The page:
Results 1  10
of
132
Compressed fulltext indexes
 ACM COMPUTING SURVEYS
, 2007
"... Fulltext indexes provide fast substring search over large text collections. A serious problem of these indexes has traditionally been their space consumption. A recent trend is to develop indexes that exploit the compressibility of the text, so that their size is a function of the compressed text l ..."
Abstract

Cited by 174 (79 self)
 Add to MetaCart
Fulltext indexes provide fast substring search over large text collections. A serious problem of these indexes has traditionally been their space consumption. A recent trend is to develop indexes that exploit the compressibility of the text, so that their size is a function of the compressed text length. This concept has evolved into selfindexes, which in addition contain enough information to reproduce any text portion, so they replace the text. The exciting possibility of an index that takes space close to that of the compressed text, replaces it, and in addition provides fast search over it, has triggered a wealth of activity and produced surprising results in a very short time, and radically changed the status of this area in less than five years. The most successful indexes nowadays are able to obtain almost optimal space and search time simultaneously. In this paper we present the main concepts underlying selfindexes. We explain the relationship between text entropy and regularities that show up in index structures and permit compressing them. Then we cover the most relevant selfindexes up to date, focusing on the essential aspects on how they exploit the text compressibility and how they solve efficiently various search problems. We aim at giving the theoretical background to understand and follow the developments in this area.
Simple linear work suffix array construction
, 2003
"... Abstract. Suffix trees and suffix arrays are widely used and largely interchangeable index structures on strings and sequences. Practitioners prefer suffix arrays due to their simplicity and space efficiency while theoreticians use suffix trees due to lineartime construction algorithms and more exp ..."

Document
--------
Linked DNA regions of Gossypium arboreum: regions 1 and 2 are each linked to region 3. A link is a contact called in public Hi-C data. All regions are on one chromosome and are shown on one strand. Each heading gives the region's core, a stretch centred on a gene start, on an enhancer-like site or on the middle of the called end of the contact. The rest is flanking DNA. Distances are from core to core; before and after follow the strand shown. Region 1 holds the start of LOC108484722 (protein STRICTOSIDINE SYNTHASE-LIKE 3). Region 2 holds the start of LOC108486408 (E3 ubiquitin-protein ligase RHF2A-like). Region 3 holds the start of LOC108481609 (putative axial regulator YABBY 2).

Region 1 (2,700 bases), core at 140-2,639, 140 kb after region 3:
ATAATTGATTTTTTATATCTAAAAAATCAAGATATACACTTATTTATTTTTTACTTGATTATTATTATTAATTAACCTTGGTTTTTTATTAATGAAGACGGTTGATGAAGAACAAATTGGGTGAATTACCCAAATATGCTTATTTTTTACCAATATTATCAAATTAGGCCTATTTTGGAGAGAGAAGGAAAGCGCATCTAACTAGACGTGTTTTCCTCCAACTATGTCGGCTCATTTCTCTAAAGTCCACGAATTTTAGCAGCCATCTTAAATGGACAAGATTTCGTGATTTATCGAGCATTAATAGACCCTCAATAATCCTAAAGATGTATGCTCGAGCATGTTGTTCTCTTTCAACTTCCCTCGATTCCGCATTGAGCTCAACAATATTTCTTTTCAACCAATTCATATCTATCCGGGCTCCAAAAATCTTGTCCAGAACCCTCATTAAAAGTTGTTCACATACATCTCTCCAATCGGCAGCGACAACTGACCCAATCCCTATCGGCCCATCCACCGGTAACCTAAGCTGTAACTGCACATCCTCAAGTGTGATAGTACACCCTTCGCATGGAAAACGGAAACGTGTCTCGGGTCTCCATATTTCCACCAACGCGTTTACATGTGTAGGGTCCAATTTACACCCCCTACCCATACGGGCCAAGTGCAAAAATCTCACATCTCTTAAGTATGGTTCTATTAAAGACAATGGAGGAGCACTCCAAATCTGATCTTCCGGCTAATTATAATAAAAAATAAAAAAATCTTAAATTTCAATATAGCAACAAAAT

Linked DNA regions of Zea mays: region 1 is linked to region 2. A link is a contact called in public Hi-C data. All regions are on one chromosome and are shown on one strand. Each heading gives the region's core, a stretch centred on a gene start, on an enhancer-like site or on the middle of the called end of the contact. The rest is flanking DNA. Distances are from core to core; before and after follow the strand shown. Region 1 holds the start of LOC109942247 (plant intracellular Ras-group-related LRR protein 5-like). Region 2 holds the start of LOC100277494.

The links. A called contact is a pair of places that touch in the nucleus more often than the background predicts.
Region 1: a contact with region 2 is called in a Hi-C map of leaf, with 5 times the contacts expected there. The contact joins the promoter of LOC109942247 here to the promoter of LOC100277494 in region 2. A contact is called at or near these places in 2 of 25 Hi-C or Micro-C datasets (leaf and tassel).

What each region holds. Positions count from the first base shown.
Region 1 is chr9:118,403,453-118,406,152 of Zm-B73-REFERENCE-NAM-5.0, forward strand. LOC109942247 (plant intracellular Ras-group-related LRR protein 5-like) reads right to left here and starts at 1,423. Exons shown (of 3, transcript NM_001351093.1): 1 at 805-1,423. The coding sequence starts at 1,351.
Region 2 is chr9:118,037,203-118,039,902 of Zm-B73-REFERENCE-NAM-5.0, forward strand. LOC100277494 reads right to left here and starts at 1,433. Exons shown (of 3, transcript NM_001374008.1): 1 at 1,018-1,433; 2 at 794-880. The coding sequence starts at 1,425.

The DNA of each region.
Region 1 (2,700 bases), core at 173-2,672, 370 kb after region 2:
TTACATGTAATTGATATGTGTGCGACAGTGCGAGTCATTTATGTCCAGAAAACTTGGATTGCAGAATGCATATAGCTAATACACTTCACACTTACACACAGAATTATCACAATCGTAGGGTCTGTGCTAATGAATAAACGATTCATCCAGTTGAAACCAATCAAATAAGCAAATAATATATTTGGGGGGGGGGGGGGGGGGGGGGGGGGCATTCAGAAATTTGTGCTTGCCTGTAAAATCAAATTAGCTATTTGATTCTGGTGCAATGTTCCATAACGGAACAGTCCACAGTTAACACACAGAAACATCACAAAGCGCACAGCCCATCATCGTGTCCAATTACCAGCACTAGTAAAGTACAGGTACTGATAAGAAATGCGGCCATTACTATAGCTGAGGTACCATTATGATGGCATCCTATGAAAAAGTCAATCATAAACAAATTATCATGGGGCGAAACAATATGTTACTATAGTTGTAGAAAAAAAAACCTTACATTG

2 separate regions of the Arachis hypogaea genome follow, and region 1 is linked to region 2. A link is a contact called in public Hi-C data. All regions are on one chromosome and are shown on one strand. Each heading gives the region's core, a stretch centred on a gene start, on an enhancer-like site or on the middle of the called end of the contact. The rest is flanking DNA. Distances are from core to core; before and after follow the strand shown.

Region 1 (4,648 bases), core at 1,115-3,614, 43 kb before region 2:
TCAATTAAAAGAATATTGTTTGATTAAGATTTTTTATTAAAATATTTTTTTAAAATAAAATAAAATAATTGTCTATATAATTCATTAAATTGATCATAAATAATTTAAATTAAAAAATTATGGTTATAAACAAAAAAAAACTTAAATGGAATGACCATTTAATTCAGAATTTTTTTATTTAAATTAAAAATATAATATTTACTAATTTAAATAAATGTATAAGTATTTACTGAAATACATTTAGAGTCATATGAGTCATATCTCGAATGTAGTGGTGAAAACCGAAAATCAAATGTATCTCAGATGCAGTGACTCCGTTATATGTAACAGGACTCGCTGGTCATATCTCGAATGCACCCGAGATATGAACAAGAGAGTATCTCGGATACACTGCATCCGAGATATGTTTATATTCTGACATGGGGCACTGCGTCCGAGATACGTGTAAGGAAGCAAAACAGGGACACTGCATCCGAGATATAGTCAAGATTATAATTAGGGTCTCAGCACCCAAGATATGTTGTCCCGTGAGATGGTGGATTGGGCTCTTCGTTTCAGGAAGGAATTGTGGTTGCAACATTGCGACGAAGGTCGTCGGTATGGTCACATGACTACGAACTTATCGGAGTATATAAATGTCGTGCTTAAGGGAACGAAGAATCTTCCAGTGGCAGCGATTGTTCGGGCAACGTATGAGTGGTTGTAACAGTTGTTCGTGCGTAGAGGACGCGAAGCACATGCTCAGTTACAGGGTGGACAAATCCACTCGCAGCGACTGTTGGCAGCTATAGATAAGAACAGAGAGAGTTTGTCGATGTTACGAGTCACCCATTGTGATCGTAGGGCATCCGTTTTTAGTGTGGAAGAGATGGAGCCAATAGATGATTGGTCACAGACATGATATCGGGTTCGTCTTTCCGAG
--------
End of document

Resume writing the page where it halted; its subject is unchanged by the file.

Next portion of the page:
Abstract

Cited by 152 (6 self)
 Add to MetaCart
Abstract. Suffix trees and suffix arrays are widely used and largely interchangeable index structures on strings and sequences. Practitioners prefer suffix arrays due to their simplicity and space efficiency while theoreticians use suffix trees due to lineartime construction algorithms and more explicit structure. We narrow this gap between theory and practice with a simple lineartime construction algorithm for suffix arrays. The simplicity is demonstrated with a C++ implementation of 50 effective lines of code. The algorithm is called DC3, which stems from the central underlying concept of difference cover. This view leads to a generalized algorithm, DC, that allows a spaceefficient implementation and, moreover, supports the choice of a space–time tradeoff. For any v ∈ [1, √ n], it runs in O(vn) time using O(n / √ v) space in addition to the input string and the suffix array. We also present variants of the algorithm for several parallel and hierarchical memory models of computation. The algorithms for BSP and EREWPRAM models are asymptotically faster than all previous suffix tree or array construction algorithms.
Reducing the Space Requirement of Suffix Trees
 Software – Practice and Experience
, 1999
"... We show that suffix trees store various kinds of redundant information. We exploit these redundancies to obtain more space efficient representations. The most space efficient of our representations requires 20 bytes per input character in the worst case, and 10.1 bytes per input character on average ..."
Abstract

Cited by 119 (10 self)
 Add to MetaCart